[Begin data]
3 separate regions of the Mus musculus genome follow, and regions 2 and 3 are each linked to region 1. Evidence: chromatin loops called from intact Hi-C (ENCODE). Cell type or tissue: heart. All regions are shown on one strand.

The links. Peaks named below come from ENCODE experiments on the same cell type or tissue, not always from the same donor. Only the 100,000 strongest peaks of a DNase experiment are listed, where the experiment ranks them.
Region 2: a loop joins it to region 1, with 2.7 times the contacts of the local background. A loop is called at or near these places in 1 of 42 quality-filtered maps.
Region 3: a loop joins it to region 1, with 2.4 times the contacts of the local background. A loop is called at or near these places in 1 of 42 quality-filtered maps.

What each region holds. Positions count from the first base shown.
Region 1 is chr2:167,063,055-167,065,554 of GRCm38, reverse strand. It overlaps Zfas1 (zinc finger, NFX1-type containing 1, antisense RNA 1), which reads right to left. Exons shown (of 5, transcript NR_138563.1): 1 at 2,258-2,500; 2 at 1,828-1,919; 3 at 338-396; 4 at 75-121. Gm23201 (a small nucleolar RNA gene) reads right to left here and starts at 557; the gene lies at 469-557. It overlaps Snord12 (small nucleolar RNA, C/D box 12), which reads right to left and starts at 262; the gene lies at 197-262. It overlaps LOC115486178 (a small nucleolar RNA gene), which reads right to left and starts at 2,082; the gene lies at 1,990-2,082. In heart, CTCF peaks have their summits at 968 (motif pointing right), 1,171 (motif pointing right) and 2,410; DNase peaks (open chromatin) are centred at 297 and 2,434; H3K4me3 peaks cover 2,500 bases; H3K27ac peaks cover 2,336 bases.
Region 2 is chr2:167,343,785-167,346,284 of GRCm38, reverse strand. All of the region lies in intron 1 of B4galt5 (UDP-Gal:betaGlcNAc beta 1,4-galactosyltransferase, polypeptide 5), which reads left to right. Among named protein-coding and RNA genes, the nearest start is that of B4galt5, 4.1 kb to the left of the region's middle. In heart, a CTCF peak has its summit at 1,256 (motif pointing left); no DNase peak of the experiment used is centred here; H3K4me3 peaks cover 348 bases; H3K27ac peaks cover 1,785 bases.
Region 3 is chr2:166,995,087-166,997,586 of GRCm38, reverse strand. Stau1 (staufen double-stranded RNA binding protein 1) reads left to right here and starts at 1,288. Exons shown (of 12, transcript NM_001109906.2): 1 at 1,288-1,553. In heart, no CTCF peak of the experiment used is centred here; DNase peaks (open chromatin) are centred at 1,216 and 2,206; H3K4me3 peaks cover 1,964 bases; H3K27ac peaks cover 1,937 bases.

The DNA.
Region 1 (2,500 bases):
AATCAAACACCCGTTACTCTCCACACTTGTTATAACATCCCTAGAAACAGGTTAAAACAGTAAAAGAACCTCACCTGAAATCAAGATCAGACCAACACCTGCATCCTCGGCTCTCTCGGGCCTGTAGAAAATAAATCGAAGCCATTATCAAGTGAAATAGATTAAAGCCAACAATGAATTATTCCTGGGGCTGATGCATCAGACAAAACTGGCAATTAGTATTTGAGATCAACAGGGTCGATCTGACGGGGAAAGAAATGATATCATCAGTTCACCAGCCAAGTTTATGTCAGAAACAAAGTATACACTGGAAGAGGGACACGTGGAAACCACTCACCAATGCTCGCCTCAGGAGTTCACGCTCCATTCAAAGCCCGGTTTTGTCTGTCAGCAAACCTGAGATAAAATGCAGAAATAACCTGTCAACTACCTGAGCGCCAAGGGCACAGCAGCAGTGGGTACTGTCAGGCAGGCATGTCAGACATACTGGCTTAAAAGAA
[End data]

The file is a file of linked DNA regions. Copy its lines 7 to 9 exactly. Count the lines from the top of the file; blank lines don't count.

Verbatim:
Region 2 is chr2:167,343,785-167,346,284 of GRCm38, reverse strand. All of the region lies in intron 1 of B4galt5 (UDP-Gal:betaGlcNAc beta 1,4-galactosyltransferase, polypeptide 5), which reads left to right. Among named protein-coding and RNA genes, the nearest start is that of B4galt5, 4.1 kb to the left of the region's middle. In heart, a CTCF peak has its summit at 1,256 (motif pointing left); no DNase peak of the experiment used is centred here; H3K4me3 peaks cover 348 bases; H3K27ac peaks cover 1,785 bases.
Region 3 is chr2:166,995,087-166,997,586 of GRCm38, reverse strand. Stau1 (staufen double-stranded RNA binding protein 1) reads left to right here and starts at 1,288. Exons shown (of 12, transcript NM_001109906.2): 1 at 1,288-1,553. In heart, no CTCF peak of the experiment used is centred here; DNase peaks (open chromatin) are centred at 1,216 and 2,206; H3K4me3 peaks cover 1,964 bases; H3K27ac peaks cover 1,937 bases.

The DNA.